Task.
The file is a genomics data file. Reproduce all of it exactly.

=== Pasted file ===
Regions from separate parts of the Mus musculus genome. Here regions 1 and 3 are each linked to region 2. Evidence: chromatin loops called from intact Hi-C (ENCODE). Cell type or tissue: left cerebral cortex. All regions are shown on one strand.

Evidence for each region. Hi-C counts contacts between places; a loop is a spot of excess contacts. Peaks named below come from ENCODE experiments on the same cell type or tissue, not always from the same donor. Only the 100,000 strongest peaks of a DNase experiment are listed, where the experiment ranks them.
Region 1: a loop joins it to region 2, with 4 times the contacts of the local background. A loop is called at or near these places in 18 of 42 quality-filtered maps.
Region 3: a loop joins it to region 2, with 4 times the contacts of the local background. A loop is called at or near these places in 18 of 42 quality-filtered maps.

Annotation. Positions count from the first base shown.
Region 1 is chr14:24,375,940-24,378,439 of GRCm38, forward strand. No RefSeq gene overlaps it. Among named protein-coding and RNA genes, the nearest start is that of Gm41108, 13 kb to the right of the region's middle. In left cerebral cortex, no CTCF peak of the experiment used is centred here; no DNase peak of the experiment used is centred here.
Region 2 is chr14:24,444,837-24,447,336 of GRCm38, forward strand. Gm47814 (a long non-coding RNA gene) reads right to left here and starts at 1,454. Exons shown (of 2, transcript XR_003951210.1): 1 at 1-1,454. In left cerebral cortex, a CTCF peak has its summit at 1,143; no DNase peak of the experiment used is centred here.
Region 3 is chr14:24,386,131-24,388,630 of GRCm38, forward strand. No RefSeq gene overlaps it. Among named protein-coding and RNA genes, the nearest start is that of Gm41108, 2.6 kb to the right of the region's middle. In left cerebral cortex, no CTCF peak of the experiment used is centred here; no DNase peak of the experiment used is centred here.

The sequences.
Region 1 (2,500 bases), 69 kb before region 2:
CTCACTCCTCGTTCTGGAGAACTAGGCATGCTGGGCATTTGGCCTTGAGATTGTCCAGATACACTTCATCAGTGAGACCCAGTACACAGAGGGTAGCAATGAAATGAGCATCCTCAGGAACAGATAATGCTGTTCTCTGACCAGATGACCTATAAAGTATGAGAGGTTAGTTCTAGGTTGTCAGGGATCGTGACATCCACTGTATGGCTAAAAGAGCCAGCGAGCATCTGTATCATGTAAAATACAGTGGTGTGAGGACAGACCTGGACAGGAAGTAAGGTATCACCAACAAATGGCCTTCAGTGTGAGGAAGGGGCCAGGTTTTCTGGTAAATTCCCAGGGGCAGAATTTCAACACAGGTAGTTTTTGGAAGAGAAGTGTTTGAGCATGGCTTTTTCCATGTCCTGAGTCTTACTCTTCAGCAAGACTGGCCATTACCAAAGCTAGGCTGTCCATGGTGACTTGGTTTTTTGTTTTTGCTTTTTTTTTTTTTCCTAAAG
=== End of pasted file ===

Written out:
Regions from separate parts of the Mus musculus genome. Here regions 1 and 3 are each linked to region 2. Evidence: chromatin loops called from intact Hi-C (ENCODE). Cell type or tissue: left cerebral cortex. All regions are shown on one strand.

Evidence for each region. Hi-C counts contacts between places; a loop is a spot of excess contacts. Peaks named below come from ENCODE experiments on the same cell type or tissue, not always from the same donor. Only the 100,000 strongest peaks of a DNase experiment are listed, where the experiment ranks them.
Region 1: a loop joins it to region 2, with 4 times the contacts of the local background. A loop is called at or near these places in 18 of 42 quality-filtered maps.
Region 3: a loop joins it to region 2, with 4 times the contacts of the local background. A loop is called at or near these places in 18 of 42 quality-filtered maps.

Annotation. Positions count from the first base shown.
Region 1 is chr14:24,375,940-24,378,439 of GRCm38, forward strand. No RefSeq gene overlaps it. Among named protein-coding and RNA genes, the nearest start is that of Gm41108, 13 kb to the right of the region's middle. In left cerebral cortex, no CTCF peak of the experiment used is centred here; no DNase peak of the experiment used is centred here.
Region 2 is chr14:24,444,837-24,447,336 of GRCm38, forward strand. Gm47814 (a long non-coding RNA gene) reads right to left here and starts at 1,454. Exons shown (of 2, transcript XR_003951210.1): 1 at 1-1,454. In left cerebral cortex, a CTCF peak has its summit at 1,143; no DNase peak of the experiment used is centred here.
Region 3 is chr14:24,386,131-24,388,630 of GRCm38, forward strand. No RefSeq gene overlaps it. Among named protein-coding and RNA genes, the nearest start is that of Gm41108, 2.6 kb to the right of the region's middle. In left cerebral cortex, no CTCF peak of the experiment used is centred here; no DNase peak of the experiment used is centred here.

The sequences.
Region 1 (2,500 bases), 69 kb before region 2:
CTCACTCCTCGTTCTGGAGAACTAGGCATGCTGGGCATTTGGCCTTGAGATTGTCCAGATACACTTCATCAGTGAGACCCAGTACACAGAGGGTAGCAATGAAATGAGCATCCTCAGGAACAGATAATGCTGTTCTCTGACCAGATGACCTATAAAGTATGAGAGGTTAGTTCTAGGTTGTCAGGGATCGTGACATCCACTGTATGGCTAAAAGAGCCAGCGAGCATCTGTATCATGTAAAATACAGTGGTGTGAGGACAGACCTGGACAGGAAGTAAGGTATCACCAACAAATGGCCTTCAGTGTGAGGAAGGGGCCAGGTTTTCTGGTAAATTCCCAGGGGCAGAATTTCAACACAGGTAGTTTTTGGAAGAGAAGTGTTTGAGCATGGCTTTTTCCATGTCCTGAGTCTTACTCTTCAGCAAGACTGGCCATTACCAAAGCTAGGCTGTCCATGGTGACTTGGTTTTTTGTTTTTGCTTTTTTTTTTTTTCCTAAAG